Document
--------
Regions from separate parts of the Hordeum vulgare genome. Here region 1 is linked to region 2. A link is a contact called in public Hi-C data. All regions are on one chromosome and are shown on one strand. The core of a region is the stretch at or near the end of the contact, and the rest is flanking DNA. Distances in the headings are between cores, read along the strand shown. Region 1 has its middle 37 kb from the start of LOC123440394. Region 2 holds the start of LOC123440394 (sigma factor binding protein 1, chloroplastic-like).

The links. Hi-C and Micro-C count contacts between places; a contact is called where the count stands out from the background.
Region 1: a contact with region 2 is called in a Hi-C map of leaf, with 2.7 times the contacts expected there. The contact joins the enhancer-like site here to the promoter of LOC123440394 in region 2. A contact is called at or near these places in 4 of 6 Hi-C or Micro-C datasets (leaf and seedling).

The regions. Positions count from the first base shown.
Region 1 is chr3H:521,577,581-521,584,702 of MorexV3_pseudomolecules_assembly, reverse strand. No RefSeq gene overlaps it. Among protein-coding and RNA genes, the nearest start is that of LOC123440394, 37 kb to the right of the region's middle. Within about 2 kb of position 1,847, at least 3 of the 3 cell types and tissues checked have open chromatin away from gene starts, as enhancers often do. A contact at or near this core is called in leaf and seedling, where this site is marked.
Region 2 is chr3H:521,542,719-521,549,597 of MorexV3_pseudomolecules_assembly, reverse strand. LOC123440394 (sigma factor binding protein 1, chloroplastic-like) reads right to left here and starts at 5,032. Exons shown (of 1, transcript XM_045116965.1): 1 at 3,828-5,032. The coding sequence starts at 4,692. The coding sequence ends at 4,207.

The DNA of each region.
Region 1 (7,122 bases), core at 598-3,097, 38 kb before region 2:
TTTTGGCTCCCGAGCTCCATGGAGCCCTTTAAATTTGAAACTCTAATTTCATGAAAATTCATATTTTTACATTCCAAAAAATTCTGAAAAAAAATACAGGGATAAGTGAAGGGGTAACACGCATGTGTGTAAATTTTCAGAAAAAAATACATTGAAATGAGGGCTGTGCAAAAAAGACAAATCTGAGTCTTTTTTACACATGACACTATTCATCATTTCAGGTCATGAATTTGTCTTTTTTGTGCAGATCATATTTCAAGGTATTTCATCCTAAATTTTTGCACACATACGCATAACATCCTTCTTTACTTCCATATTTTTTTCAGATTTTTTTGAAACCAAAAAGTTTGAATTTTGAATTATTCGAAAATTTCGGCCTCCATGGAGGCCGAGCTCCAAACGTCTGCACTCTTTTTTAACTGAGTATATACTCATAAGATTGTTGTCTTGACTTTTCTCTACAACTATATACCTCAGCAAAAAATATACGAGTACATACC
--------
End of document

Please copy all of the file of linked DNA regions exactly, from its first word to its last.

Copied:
Regions from separate parts of the Hordeum vulgare genome. Here region 1 is linked to region 2. A link is a contact called in public Hi-C data. All regions are on one chromosome and are shown on one strand. The core of a region is the stretch at or near the end of the contact, and the rest is flanking DNA. Distances in the headings are between cores, read along the strand shown. Region 1 has its middle 37 kb from the start of LOC123440394. Region 2 holds the start of LOC123440394 (sigma factor binding protein 1, chloroplastic-like).

The links. Hi-C and Micro-C count contacts between places; a contact is called where the count stands out from the background.
Region 1: a contact with region 2 is called in a Hi-C map of leaf, with 2.7 times the contacts expected there. The contact joins the enhancer-like site here to the promoter of LOC123440394 in region 2. A contact is called at or near these places in 4 of 6 Hi-C or Micro-C datasets (leaf and seedling).

The regions. Positions count from the first base shown.
Region 1 is chr3H:521,577,581-521,584,702 of MorexV3_pseudomolecules_assembly, reverse strand. No RefSeq gene overlaps it. Among protein-coding and RNA genes, the nearest start is that of LOC123440394, 37 kb to the right of the region's middle. Within about 2 kb of position 1,847, at least 3 of the 3 cell types and tissues checked have open chromatin away from gene starts, as enhancers often do. A contact at or near this core is called in leaf and seedling, where this site is marked.
Region 2 is chr3H:521,542,719-521,549,597 of MorexV3_pseudomolecules_assembly, reverse strand. LOC123440394 (sigma factor binding protein 1, chloroplastic-like) reads right to left here and starts at 5,032. Exons shown (of 1, transcript XM_045116965.1): 1 at 3,828-5,032. The coding sequence starts at 4,692. The coding sequence ends at 4,207.

The DNA of each region.
Region 1 (7,122 bases), core at 598-3,097, 38 kb before region 2:
TTTTGGCTCCCGAGCTCCATGGAGCCCTTTAAATTTGAAACTCTAATTTCATGAAAATTCATATTTTTACATTCCAAAAAATTCTGAAAAAAAATACAGGGATAAGTGAAGGGGTAACACGCATGTGTGTAAATTTTCAGAAAAAAATACATTGAAATGAGGGCTGTGCAAAAAAGACAAATCTGAGTCTTTTTTACACATGACACTATTCATCATTTCAGGTCATGAATTTGTCTTTTTTGTGCAGATCATATTTCAAGGTATTTCATCCTAAATTTTTGCACACATACGCATAACATCCTTCTTTACTTCCATATTTTTTTCAGATTTTTTTGAAACCAAAAAGTTTGAATTTTGAATTATTCGAAAATTTCGGCCTCCATGGAGGCCGAGCTCCAAACGTCTGCACTCTTTTTTAACTGAGTATATACTCATAAGATTGTTGTCTTGACTTTTCTCTACAACTATATACCTCAGCAAAAAATATACGAGTACATACC